Types of Mining and Fracking

By Josh and Kyle

SURFACE MINING

Strip

Removal of soil and rock above a layer or seam, followed by the removal of the exposed mineral.


Effects- Removal of vegetation results in barren lunar like landscape and is generally unsuitable for and immediate land use.

OPEN PIT

A form of surface mining when useful minerals are found but the material of interest is structurally unsuitable for tunneling so essentially a big hole/pit is dug into the ground.


Effects- Besides environmental land destruction , hard rock mining exposes rock that has lain unexposed for geological eras. When crushed these rocks expose radioactive elements. If not properly contained the toxic liquids can leak into bedrock.

Mountain Top Removal

A form of surface mining where the physical mining is done at the summit or summit ridge of a mountain. Explosives are used to remove up to 400 vertical feet of mountain top.


Effects- Land is deforested prior to mining operations, and there is high potential for human health impacts.

Subsurface

Slope

A method where a sloping access shaft travels downwards at decline towards the desired material.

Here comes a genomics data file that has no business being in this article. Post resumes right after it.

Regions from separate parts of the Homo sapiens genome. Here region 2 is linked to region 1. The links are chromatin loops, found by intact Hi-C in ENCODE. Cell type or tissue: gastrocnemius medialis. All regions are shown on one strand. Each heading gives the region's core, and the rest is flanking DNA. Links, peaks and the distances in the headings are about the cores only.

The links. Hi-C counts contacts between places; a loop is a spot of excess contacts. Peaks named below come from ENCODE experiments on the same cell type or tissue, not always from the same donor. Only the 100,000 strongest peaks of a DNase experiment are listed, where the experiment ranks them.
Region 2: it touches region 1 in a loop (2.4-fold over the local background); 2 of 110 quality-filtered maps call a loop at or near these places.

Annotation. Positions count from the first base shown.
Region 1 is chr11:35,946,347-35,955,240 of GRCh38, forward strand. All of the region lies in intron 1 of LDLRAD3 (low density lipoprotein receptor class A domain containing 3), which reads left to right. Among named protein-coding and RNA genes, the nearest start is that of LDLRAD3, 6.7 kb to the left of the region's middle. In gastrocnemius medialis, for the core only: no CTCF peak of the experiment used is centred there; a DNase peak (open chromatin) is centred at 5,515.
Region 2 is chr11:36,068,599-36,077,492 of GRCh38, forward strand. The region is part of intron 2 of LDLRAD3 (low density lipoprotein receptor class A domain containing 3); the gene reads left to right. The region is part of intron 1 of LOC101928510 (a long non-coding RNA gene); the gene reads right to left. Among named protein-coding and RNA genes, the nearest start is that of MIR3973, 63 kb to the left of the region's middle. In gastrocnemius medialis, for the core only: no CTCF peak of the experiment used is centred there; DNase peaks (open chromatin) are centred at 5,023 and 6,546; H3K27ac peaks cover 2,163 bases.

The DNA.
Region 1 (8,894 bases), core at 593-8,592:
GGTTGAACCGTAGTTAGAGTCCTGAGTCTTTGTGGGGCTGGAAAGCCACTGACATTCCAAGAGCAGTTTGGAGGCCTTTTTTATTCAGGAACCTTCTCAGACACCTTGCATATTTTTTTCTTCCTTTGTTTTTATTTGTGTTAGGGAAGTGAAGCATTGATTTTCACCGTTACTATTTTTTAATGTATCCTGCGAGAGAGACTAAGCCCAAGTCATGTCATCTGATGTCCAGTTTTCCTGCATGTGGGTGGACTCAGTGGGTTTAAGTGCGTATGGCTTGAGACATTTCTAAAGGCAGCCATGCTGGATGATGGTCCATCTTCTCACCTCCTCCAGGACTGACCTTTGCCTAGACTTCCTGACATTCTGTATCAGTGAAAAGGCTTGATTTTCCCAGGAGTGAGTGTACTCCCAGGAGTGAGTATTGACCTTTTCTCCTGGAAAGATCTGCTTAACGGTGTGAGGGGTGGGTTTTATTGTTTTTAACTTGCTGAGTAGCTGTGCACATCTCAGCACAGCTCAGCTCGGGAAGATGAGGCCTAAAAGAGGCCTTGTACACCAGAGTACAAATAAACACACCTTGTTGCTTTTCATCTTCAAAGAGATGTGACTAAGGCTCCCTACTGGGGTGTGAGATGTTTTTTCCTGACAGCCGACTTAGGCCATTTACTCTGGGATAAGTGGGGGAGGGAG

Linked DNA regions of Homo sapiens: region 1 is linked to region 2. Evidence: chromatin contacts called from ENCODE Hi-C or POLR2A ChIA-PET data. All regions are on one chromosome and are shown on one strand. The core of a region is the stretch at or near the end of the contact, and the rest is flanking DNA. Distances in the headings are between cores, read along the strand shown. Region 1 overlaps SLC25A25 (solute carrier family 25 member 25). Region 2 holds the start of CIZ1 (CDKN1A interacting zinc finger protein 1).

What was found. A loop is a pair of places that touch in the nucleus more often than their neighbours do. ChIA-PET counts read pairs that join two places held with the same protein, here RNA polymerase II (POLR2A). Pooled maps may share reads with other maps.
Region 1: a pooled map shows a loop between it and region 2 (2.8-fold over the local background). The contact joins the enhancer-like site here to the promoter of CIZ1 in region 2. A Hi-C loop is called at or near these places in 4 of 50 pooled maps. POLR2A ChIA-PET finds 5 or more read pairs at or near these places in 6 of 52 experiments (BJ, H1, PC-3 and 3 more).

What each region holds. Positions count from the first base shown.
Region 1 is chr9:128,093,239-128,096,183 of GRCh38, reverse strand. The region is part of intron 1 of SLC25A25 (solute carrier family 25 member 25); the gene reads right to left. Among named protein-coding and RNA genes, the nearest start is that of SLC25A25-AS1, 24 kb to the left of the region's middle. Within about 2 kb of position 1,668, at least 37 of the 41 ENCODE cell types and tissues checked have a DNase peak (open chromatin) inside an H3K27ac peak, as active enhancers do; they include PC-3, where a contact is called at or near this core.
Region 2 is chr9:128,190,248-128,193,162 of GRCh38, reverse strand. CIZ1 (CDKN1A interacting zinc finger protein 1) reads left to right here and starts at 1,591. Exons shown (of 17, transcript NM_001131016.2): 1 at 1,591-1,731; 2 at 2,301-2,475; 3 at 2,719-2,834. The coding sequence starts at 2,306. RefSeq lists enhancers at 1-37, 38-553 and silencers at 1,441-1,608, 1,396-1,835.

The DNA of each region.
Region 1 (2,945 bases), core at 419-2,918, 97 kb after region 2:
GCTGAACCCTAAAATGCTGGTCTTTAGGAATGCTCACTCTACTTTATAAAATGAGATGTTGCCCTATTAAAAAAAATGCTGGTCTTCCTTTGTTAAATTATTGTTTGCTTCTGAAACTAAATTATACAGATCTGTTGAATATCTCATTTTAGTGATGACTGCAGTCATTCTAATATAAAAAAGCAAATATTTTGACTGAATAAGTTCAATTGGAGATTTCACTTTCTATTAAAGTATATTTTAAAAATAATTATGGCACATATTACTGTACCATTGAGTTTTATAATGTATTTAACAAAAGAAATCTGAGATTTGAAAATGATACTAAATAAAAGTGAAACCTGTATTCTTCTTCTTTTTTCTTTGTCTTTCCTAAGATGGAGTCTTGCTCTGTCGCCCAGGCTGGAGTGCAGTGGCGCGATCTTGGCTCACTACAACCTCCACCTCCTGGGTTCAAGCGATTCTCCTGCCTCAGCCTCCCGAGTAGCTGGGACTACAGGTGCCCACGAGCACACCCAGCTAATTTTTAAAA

Effects- Possible landslides, and potential collapse of mine due to lack of structural support.

Drift

Similar to Slope mining except material is accessed through a near-horizontal passageway into a mine inside of hill or mountain.


Effects- Water pollution due to certain minerals and chemicals entering into the underground water system.

Shaft

The method of digging a vertical to near-vertical tunnel from the surface to the desired depth.


Effects- Poor air circulation in mines can result in respiratory problems for workers and and the burning of the minerals found can danger the surrounding community.

Fracking

What is it? Fracking is the process of drilling and injecting fluid into the ground at a high pressure to fracture shale rocks that release natural gas from the inside.


How is it done? Upwards of 400 tanker trucks are used to carry water and supplies to the site. It can take anywhere from 1-8 million gallons of water per a job. The water is then mixed with sand and about 40,000 gallons of chemicals which include uranium, methanol, and mercury. The fracking fluid is then pressured down to about 10,000 feet where the natural gas is tapped into. The problem is that only about 30-50% of the fracking fluid is retrieved. The chemicals are then able to contaminate the ground water which is used for communities.